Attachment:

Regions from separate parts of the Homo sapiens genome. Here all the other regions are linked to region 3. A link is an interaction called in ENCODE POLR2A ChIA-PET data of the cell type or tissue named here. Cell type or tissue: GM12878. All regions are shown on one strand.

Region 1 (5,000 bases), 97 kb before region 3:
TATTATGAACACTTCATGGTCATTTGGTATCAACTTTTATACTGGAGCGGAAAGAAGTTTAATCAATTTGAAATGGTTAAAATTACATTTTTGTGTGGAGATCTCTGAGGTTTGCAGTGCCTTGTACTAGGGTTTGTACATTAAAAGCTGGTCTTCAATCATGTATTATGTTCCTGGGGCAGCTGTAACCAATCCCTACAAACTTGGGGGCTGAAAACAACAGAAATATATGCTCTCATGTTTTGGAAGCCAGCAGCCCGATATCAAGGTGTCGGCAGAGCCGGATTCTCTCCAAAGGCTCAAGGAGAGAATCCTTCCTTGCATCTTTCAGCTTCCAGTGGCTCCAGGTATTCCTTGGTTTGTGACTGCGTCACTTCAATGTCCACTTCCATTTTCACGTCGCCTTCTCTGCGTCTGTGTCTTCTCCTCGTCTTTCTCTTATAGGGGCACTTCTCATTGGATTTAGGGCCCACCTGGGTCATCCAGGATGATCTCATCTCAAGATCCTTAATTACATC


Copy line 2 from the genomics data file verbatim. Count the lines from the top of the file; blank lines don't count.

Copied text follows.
Region 1 (5,000 bases), 97 kb before region 3: